My main contention is to have a hard look at the geopolitics of the region and not be carried by slogans. Anti-Russian and pro-American sentiments are rife in Armenia, and that does not bode well at all.  Secondly, talking about hayrenasiroutyun and democracy are not going to save the day. Diaspora has to find concrete economic leverage that can tip the balance. That's what I am advocating. All the rest is mostly talk. Can we mobilize the influential-rich diasporans in the right direction?  I.e. establishing businesses on a large scale under the control of the diasporans? It's a hard sell, but can we find a bunch of disciples to convince people? Of course the oligarchy will try to undermine and scuttle such an effort. 

I don't want to pretend or be in a situation to tell the Armenian people in Armenia what to do. I would like to believe that they know better. But with respect to Diaspora, some concrete plans need to be explored. Meetings, seminars and the like of course have a role in sensitizing people, but without concrete plans all efforts, in the end, may be fruitless in helping the people in Armenia.

People need bread. That should be the focus in my humble view. Can we deliver it?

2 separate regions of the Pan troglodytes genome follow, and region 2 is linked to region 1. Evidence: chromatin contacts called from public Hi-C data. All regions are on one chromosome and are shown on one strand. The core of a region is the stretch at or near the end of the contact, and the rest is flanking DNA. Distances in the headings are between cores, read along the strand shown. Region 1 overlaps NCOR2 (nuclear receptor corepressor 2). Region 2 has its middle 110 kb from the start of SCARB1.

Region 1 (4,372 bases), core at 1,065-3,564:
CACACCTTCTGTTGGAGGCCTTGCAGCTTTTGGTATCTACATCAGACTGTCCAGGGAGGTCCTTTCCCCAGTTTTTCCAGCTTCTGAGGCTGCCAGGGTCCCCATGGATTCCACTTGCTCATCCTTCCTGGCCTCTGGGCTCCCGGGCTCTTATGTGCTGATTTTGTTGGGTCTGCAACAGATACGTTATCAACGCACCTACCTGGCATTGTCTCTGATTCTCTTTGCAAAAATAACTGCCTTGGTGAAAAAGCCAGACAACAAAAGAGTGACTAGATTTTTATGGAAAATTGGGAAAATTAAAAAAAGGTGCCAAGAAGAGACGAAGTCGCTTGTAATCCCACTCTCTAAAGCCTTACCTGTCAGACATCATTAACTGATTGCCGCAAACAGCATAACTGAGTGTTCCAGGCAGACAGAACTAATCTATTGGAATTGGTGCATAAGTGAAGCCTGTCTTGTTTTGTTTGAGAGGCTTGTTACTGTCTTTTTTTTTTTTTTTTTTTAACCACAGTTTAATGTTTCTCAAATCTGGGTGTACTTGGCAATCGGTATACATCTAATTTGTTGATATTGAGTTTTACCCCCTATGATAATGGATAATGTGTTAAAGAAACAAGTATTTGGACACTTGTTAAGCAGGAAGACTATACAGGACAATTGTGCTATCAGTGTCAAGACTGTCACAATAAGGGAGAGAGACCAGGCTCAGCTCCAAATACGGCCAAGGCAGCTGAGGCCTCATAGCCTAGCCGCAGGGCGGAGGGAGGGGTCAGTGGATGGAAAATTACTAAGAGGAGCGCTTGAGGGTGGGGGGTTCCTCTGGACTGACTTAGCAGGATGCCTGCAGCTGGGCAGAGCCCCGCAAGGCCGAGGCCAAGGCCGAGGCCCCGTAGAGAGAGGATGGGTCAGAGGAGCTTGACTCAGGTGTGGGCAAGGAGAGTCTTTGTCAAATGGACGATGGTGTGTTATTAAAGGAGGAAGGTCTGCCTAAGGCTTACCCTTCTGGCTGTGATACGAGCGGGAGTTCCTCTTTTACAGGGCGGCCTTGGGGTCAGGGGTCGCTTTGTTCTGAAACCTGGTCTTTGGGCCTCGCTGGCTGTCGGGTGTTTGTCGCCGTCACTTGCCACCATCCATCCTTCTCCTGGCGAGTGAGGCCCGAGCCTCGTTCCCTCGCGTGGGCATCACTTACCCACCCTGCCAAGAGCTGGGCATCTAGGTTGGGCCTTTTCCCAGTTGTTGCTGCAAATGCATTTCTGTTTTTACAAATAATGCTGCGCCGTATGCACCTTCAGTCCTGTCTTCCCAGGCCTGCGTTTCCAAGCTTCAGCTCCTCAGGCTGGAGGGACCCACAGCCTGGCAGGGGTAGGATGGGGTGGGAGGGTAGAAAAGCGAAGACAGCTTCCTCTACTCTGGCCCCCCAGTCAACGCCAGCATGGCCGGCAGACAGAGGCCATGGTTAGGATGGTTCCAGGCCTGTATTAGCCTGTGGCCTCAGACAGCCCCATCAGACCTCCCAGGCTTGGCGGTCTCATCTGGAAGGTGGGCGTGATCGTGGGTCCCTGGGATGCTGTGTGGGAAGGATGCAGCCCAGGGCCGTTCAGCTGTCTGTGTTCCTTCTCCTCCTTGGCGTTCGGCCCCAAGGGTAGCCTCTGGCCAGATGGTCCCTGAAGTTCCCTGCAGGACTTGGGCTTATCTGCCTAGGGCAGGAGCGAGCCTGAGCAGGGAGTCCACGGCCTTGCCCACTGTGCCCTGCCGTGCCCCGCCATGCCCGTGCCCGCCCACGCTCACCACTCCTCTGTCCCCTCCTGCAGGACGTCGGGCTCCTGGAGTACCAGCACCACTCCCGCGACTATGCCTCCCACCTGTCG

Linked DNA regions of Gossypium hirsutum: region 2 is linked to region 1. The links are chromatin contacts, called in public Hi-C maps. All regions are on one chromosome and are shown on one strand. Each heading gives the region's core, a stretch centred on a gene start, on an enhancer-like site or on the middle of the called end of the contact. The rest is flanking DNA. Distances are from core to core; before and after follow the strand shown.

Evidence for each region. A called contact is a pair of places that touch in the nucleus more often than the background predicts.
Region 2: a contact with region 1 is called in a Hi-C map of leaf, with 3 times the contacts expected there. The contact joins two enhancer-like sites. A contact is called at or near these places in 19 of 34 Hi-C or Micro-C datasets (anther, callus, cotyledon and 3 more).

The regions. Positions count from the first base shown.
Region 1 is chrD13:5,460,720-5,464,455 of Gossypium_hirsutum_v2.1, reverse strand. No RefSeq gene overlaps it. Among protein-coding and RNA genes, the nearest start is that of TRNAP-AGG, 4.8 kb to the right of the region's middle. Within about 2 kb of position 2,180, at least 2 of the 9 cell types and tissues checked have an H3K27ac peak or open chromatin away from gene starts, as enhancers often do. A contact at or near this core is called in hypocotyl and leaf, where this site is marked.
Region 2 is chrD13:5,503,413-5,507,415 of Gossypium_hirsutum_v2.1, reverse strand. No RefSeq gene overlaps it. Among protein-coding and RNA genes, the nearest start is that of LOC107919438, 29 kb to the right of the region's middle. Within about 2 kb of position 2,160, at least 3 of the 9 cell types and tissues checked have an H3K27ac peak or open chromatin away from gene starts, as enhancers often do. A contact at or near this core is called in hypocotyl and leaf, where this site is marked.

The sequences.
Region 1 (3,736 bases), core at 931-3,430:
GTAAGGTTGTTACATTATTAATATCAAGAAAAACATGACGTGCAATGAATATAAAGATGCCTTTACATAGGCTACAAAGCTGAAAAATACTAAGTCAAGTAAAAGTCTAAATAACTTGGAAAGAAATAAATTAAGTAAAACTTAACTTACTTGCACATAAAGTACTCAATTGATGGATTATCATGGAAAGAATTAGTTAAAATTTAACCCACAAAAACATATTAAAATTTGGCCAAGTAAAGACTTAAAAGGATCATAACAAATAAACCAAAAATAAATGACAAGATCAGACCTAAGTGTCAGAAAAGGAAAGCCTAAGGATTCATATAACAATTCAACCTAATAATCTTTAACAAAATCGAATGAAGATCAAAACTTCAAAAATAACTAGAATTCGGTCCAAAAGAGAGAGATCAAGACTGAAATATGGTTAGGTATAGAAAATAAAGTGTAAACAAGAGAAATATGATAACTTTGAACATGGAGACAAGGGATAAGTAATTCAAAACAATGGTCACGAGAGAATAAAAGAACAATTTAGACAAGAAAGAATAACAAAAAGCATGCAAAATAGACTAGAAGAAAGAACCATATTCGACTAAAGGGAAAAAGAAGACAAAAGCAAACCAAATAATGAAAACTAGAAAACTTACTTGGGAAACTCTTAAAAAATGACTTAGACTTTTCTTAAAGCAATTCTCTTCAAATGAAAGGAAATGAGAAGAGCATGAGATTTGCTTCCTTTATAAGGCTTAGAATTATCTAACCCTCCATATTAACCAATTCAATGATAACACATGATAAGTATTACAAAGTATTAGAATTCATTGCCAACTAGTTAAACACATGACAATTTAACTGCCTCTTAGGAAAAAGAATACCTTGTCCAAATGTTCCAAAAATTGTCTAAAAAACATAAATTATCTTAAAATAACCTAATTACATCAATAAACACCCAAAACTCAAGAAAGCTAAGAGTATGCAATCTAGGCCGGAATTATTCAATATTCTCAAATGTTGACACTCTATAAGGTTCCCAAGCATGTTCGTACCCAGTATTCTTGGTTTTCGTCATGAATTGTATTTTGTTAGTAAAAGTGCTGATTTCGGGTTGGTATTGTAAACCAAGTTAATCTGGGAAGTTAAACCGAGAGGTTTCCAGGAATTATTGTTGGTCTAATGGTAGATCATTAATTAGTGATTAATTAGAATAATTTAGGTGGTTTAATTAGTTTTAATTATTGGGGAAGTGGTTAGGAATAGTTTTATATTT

Ghazaros: Please see my responses to the points you've raised:

Russia is an oligarchy. Go ahead, and deny it. Russia is not a socialist utopia. The West may be heavily influenced by the wealthy, but at least there are some limits. If you open your mouth in Russia against Putin's thievery and thuggery… you know what happens.

What does “French volunteers supporting the pro-Russian protesters in Ukraine” have to do with anything? The Ukrainians want to turn West not because they prefer the trees in the West to those in the East. They simply see the plain fact that liberal democracies, however imperfect, are more successful than oligarchies, whether of the Soviet style or the modern thug style. Putin is using and fomenting nationalism to mitigate the failings of his oligarchic system. Certainly the Russians in eastern Ukraine have the right to join Russia, and definitely the West should let them do what they want, but the Russian people, whether living in Ukraine or in Russia, have the right to be respected and heard. And the day will come that the whole of Russia will rise and toss the Putin oligarchy, and demand to own their own country.